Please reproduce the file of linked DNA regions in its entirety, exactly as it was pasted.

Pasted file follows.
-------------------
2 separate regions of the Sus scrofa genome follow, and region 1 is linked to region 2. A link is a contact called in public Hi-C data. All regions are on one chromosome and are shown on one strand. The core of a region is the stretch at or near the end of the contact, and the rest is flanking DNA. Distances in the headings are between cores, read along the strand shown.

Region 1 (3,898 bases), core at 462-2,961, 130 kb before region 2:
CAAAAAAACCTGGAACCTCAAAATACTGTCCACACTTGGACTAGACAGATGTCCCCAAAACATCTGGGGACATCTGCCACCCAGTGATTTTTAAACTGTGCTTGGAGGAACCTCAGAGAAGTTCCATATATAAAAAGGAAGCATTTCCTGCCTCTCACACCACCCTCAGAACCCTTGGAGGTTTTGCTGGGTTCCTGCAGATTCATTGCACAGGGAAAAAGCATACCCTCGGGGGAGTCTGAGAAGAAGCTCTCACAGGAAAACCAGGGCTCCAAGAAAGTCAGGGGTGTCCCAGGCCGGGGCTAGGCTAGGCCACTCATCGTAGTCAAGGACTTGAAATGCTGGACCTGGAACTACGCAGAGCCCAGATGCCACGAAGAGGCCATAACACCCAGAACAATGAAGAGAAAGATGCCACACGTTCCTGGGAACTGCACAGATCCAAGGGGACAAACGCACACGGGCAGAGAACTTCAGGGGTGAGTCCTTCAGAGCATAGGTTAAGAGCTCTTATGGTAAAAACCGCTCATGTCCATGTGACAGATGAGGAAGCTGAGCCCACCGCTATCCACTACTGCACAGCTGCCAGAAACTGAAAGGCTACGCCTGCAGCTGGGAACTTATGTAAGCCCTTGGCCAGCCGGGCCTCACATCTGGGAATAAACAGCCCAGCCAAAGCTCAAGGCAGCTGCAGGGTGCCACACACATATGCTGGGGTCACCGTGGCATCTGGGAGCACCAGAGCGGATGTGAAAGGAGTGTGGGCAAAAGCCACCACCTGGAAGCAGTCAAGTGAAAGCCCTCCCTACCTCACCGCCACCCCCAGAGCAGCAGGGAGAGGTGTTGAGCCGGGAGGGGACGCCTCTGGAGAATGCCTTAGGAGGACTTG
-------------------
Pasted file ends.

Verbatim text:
2 separate regions of the Sus scrofa genome follow, and region 1 is linked to region 2. A link is a contact called in public Hi-C data. All regions are on one chromosome and are shown on one strand. The core of a region is the stretch at or near the end of the contact, and the rest is flanking DNA. Distances in the headings are between cores, read along the strand shown.

Region 1 (3,898 bases), core at 462-2,961, 130 kb before region 2:
CAAAAAAACCTGGAACCTCAAAATACTGTCCACACTTGGACTAGACAGATGTCCCCAAAACATCTGGGGACATCTGCCACCCAGTGATTTTTAAACTGTGCTTGGAGGAACCTCAGAGAAGTTCCATATATAAAAAGGAAGCATTTCCTGCCTCTCACACCACCCTCAGAACCCTTGGAGGTTTTGCTGGGTTCCTGCAGATTCATTGCACAGGGAAAAAGCATACCCTCGGGGGAGTCTGAGAAGAAGCTCTCACAGGAAAACCAGGGCTCCAAGAAAGTCAGGGGTGTCCCAGGCCGGGGCTAGGCTAGGCCACTCATCGTAGTCAAGGACTTGAAATGCTGGACCTGGAACTACGCAGAGCCCAGATGCCACGAAGAGGCCATAACACCCAGAACAATGAAGAGAAAGATGCCACACGTTCCTGGGAACTGCACAGATCCAAGGGGACAAACGCACACGGGCAGAGAACTTCAGGGGTGAGTCCTTCAGAGCATAGGTTAAGAGCTCTTATGGTAAAAACCGCTCATGTCCATGTGACAGATGAGGAAGCTGAGCCCACCGCTATCCACTACTGCACAGCTGCCAGAAACTGAAAGGCTACGCCTGCAGCTGGGAACTTATGTAAGCCCTTGGCCAGCCGGGCCTCACATCTGGGAATAAACAGCCCAGCCAAAGCTCAAGGCAGCTGCAGGGTGCCACACACATATGCTGGGGTCACCGTGGCATCTGGGAGCACCAGAGCGGATGTGAAAGGAGTGTGGGCAAAAGCCACCACCTGGAAGCAGTCAAGTGAAAGCCCTCCCTACCTCACCGCCACCCCCAGAGCAGCAGGGAGAGGTGTTGAGCCGGGAGGGGACGCCTCTGGAGAATGCCTTAGGAGGACTTG